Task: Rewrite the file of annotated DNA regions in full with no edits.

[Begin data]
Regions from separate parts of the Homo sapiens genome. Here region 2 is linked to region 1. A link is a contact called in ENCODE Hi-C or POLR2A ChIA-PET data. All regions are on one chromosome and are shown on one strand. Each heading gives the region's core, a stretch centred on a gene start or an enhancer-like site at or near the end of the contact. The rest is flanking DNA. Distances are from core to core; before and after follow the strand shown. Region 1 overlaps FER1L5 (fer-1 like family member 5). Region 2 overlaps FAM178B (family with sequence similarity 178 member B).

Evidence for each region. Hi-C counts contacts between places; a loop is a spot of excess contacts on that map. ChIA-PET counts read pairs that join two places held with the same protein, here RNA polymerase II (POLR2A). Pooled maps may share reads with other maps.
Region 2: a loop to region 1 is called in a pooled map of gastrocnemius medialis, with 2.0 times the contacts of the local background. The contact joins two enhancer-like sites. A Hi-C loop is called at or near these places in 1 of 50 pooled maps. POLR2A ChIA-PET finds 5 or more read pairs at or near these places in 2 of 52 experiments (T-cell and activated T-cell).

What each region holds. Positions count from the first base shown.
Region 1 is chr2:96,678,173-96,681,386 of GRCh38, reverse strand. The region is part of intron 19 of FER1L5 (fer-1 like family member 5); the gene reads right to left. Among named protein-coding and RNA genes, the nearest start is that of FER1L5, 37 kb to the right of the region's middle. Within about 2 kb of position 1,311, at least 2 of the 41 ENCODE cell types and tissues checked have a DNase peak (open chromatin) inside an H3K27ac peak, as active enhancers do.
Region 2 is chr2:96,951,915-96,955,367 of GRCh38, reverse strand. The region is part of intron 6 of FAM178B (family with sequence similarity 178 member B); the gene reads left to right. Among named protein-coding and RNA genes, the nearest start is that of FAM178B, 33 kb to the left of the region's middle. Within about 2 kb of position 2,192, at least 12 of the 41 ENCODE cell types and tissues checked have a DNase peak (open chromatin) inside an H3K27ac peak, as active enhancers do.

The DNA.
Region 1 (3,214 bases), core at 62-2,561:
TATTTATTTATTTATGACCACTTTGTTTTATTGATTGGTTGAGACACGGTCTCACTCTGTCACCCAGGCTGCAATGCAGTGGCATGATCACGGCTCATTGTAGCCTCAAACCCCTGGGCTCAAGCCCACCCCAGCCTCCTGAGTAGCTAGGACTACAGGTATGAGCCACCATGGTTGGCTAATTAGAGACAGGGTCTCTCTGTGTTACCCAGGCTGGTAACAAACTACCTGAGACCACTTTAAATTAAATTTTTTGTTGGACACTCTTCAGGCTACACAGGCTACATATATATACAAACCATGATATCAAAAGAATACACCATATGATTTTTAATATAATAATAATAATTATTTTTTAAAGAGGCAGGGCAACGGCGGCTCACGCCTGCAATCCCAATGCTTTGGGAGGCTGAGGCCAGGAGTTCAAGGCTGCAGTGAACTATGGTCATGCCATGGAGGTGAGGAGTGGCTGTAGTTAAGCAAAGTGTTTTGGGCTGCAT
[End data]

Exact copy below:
Regions from separate parts of the Homo sapiens genome. Here region 2 is linked to region 1. A link is a contact called in ENCODE Hi-C or POLR2A ChIA-PET data. All regions are on one chromosome and are shown on one strand. Each heading gives the region's core, a stretch centred on a gene start or an enhancer-like site at or near the end of the contact. The rest is flanking DNA. Distances are from core to core; before and after follow the strand shown. Region 1 overlaps FER1L5 (fer-1 like family member 5). Region 2 overlaps FAM178B (family with sequence similarity 178 member B).

Evidence for each region. Hi-C counts contacts between places; a loop is a spot of excess contacts on that map. ChIA-PET counts read pairs that join two places held with the same protein, here RNA polymerase II (POLR2A). Pooled maps may share reads with other maps.
Region 2: a loop to region 1 is called in a pooled map of gastrocnemius medialis, with 2.0 times the contacts of the local background. The contact joins two enhancer-like sites. A Hi-C loop is called at or near these places in 1 of 50 pooled maps. POLR2A ChIA-PET finds 5 or more read pairs at or near these places in 2 of 52 experiments (T-cell and activated T-cell).

What each region holds. Positions count from the first base shown.
Region 1 is chr2:96,678,173-96,681,386 of GRCh38, reverse strand. The region is part of intron 19 of FER1L5 (fer-1 like family member 5); the gene reads right to left. Among named protein-coding and RNA genes, the nearest start is that of FER1L5, 37 kb to the right of the region's middle. Within about 2 kb of position 1,311, at least 2 of the 41 ENCODE cell types and tissues checked have a DNase peak (open chromatin) inside an H3K27ac peak, as active enhancers do.
Region 2 is chr2:96,951,915-96,955,367 of GRCh38, reverse strand. The region is part of intron 6 of FAM178B (family with sequence similarity 178 member B); the gene reads left to right. Among named protein-coding and RNA genes, the nearest start is that of FAM178B, 33 kb to the left of the region's middle. Within about 2 kb of position 2,192, at least 12 of the 41 ENCODE cell types and tissues checked have a DNase peak (open chromatin) inside an H3K27ac peak, as active enhancers do.

The DNA.
Region 1 (3,214 bases), core at 62-2,561:
TATTTATTTATTTATGACCACTTTGTTTTATTGATTGGTTGAGACACGGTCTCACTCTGTCACCCAGGCTGCAATGCAGTGGCATGATCACGGCTCATTGTAGCCTCAAACCCCTGGGCTCAAGCCCACCCCAGCCTCCTGAGTAGCTAGGACTACAGGTATGAGCCACCATGGTTGGCTAATTAGAGACAGGGTCTCTCTGTGTTACCCAGGCTGGTAACAAACTACCTGAGACCACTTTAAATTAAATTTTTTGTTGGACACTCTTCAGGCTACACAGGCTACATATATATACAAACCATGATATCAAAAGAATACACCATATGATTTTTAATATAATAATAATAATTATTTTTTAAAGAGGCAGGGCAACGGCGGCTCACGCCTGCAATCCCAATGCTTTGGGAGGCTGAGGCCAGGAGTTCAAGGCTGCAGTGAACTATGGTCATGCCATGGAGGTGAGGAGTGGCTGTAGTTAAGCAAAGTGTTTTGGGCTGCAT